A few days ago I wrote about the new confession prep app developed by two priest and approved by the Bishop of Fort Wayne.
While I thought the tool could be a terrific aid in the examination of conscience, I also worried that — despite repeated declarations that the app did not constitute a confession, or dispense absolution, that it did not preclude the need to go to confession — some would go through the app process and decide that, click, click, click, they had pretty much taken care of confession. That worry was supported by my informal survey of two young Catholics, one of whom said he could see precisely that circumstance arising.
A few friends and emailers told me I was stupid to worry about such a thing, because “common sense should tell people that it won’t replace confession.”
Oh, yeah? Tell that to people who have heard CNN’s Kyra Phillips say — stupidly and erroneously — “this replaces confession; priests aren’t needed and the Vatican has signed off on it!”
Okay, so much for common sense. A better take on the app comes from NPR, where Barbara Bradley Hagerty’s report makes a point of leading with “designers say it’s not meant to replace the priest but to help believers prepare to bare their sins.” Hagerty talks to a few people as they peruse the app.
The verdict? Well, listen to the report. It seems some felt immediately encouraged to follow-up with confession, and some were horrified at the idea of actually discussing their failings with a priest, or — for that matter — even getting too icky-in-introspection. One 22 year-old respondent was adamant that she would not be heading to confession. Seeming to find the examination of conscience intrusive (we have catechized our young so poorly) she declared, “I feel like I got it over with by doing this!”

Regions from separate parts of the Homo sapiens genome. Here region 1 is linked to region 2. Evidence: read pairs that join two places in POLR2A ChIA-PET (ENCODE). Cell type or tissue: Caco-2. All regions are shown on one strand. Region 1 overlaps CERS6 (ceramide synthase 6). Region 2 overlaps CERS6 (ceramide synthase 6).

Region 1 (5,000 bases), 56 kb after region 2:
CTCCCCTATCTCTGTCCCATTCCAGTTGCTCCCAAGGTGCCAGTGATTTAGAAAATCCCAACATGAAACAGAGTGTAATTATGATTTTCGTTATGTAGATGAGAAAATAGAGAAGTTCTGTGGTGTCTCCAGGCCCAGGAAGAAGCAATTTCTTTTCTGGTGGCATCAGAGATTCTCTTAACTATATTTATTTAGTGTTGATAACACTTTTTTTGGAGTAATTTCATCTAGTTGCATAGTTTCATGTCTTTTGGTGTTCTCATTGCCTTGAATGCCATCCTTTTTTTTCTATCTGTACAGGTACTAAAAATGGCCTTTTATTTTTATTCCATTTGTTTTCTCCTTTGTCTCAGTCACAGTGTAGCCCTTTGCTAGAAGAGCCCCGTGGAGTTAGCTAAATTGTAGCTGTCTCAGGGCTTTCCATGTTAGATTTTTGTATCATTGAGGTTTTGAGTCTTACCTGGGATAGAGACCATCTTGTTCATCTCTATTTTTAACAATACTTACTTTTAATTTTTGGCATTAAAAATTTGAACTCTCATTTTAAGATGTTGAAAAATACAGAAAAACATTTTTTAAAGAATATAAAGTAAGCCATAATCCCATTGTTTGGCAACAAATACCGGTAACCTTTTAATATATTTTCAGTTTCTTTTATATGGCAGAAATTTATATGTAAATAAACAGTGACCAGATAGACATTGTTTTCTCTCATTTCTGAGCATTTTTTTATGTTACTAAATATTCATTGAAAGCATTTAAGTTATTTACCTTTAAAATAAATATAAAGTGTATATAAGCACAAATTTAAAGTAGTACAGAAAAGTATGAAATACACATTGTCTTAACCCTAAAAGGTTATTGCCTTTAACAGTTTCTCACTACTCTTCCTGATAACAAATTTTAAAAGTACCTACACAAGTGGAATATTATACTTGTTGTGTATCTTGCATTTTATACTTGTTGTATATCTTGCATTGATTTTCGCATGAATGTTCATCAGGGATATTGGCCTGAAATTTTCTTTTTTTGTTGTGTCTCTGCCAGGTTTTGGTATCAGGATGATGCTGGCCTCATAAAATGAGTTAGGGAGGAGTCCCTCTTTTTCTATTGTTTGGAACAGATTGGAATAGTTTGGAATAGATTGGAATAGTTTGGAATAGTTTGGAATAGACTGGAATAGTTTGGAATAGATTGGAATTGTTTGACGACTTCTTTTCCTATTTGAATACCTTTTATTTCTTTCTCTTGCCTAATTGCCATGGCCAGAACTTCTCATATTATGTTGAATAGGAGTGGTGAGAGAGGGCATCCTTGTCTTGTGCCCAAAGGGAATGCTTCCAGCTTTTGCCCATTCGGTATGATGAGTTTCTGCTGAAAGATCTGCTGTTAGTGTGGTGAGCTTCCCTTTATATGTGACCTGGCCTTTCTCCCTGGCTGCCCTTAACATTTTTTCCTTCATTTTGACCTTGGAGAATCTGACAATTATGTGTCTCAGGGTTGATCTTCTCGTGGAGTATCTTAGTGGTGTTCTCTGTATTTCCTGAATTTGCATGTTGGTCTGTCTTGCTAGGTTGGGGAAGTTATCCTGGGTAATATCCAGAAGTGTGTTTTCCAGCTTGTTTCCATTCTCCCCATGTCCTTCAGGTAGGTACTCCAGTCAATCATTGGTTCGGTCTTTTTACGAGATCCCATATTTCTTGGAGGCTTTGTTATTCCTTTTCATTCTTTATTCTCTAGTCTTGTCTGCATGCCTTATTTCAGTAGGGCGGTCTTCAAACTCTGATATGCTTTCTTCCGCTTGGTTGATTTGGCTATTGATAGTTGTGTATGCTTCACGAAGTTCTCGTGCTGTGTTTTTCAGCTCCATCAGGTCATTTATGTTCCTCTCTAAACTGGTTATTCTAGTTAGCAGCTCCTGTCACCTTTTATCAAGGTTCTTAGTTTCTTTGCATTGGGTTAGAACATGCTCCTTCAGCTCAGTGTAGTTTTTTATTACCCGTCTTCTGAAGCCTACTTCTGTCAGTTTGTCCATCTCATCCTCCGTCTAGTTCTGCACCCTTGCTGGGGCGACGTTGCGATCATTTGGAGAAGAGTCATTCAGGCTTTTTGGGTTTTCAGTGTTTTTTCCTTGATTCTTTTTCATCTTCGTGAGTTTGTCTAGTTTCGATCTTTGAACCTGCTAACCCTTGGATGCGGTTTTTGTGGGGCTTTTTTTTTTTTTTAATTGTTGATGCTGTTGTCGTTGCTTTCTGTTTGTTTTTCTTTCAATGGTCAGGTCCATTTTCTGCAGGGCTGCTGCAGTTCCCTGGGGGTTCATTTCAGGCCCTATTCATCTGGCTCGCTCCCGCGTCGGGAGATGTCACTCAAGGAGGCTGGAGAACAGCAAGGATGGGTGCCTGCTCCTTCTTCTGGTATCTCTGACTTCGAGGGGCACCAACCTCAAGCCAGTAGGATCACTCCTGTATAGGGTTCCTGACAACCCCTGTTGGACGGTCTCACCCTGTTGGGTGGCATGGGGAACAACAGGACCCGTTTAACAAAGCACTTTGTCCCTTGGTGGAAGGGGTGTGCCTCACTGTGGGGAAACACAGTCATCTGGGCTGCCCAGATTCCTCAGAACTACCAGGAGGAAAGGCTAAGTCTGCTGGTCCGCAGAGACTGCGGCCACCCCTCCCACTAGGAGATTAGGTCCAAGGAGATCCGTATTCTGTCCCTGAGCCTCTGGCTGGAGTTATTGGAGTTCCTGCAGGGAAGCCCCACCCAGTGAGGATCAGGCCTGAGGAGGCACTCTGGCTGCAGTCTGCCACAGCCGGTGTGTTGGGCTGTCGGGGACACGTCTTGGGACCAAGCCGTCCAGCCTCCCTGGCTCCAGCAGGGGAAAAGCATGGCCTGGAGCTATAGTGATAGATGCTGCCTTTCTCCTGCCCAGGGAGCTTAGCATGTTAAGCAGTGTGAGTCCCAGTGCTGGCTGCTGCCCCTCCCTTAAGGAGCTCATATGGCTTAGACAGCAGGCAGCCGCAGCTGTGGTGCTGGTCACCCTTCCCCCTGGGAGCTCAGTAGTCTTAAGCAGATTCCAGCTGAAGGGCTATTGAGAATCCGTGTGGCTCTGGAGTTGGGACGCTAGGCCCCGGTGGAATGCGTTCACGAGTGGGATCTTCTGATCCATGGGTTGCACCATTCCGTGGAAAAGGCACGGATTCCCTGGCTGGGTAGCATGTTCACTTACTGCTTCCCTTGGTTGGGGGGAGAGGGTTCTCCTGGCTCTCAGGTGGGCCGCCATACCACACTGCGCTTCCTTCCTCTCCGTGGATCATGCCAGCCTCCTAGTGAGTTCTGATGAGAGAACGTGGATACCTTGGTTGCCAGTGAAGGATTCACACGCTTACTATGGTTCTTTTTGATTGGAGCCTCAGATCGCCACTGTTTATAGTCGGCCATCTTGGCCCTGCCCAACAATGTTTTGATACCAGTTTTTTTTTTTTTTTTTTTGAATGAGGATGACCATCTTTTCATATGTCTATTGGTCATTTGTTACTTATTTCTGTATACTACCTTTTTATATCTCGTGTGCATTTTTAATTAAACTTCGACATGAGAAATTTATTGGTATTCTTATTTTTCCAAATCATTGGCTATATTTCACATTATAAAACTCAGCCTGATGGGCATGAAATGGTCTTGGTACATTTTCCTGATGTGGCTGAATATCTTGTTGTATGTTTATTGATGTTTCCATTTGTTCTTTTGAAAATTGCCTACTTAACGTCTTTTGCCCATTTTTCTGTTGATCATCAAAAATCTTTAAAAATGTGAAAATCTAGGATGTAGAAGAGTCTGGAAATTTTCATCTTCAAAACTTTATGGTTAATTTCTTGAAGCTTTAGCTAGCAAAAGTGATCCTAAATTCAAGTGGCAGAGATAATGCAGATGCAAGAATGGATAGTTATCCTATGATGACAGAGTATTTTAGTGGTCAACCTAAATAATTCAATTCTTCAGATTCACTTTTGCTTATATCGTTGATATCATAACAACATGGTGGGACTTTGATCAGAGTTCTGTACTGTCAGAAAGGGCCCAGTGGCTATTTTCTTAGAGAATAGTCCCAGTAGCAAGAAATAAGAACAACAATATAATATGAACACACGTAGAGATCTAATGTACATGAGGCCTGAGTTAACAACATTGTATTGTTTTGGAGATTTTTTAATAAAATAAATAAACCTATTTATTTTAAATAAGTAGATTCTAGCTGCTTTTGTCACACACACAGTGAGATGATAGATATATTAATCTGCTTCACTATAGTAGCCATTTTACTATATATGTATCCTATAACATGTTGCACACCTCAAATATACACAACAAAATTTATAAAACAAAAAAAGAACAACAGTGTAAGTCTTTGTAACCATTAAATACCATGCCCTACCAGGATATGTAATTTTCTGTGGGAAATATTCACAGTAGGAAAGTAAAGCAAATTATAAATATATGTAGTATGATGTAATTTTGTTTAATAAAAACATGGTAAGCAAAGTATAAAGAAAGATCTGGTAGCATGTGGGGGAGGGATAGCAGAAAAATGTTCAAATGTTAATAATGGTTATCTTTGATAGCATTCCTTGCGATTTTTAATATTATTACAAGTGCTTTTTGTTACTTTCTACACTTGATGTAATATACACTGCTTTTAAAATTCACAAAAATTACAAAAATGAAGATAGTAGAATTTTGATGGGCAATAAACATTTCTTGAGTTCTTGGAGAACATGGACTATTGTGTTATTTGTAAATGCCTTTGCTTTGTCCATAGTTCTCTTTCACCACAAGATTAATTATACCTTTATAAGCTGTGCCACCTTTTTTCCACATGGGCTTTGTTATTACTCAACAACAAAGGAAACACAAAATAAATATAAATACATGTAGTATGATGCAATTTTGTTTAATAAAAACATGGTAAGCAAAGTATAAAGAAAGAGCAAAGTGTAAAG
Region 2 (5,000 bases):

There is something kind of ironic in the notion of people being “taken aback” by probing questions, privately considered. The culture is crazy for psycho-babble, and approving of psychotherapy (which is, um…baring your thoughts and actions to the scrutiny of another human being) and we are continually being prompted to “look inside yourself” and otherwise obsess over ourselves, but when the spiritually sound and profitable idea of deeply examining one’s conscience comes up, there is this “ewww…seriously?” sort of reaction.
So, do we actually mean it when we gas away about “finding” ourselves or make resolutions to “be a better person,” or is it just the superficial jabbering of the moment? An examination of conscience is a valuable tool to aid in those efforts. And in that respect, I really like the idea of this app.
I just worry a lot about that “I got it over with by doing this” response, which I think will be the route taken by those of us who are accustomed to that path of least resistance. Sigh.
For Protestants and Evangelicals, who don’t have to consider following-up with a sacramental absolution, this app may prove to be a very helpful too as we all gear up for Lent and Easter!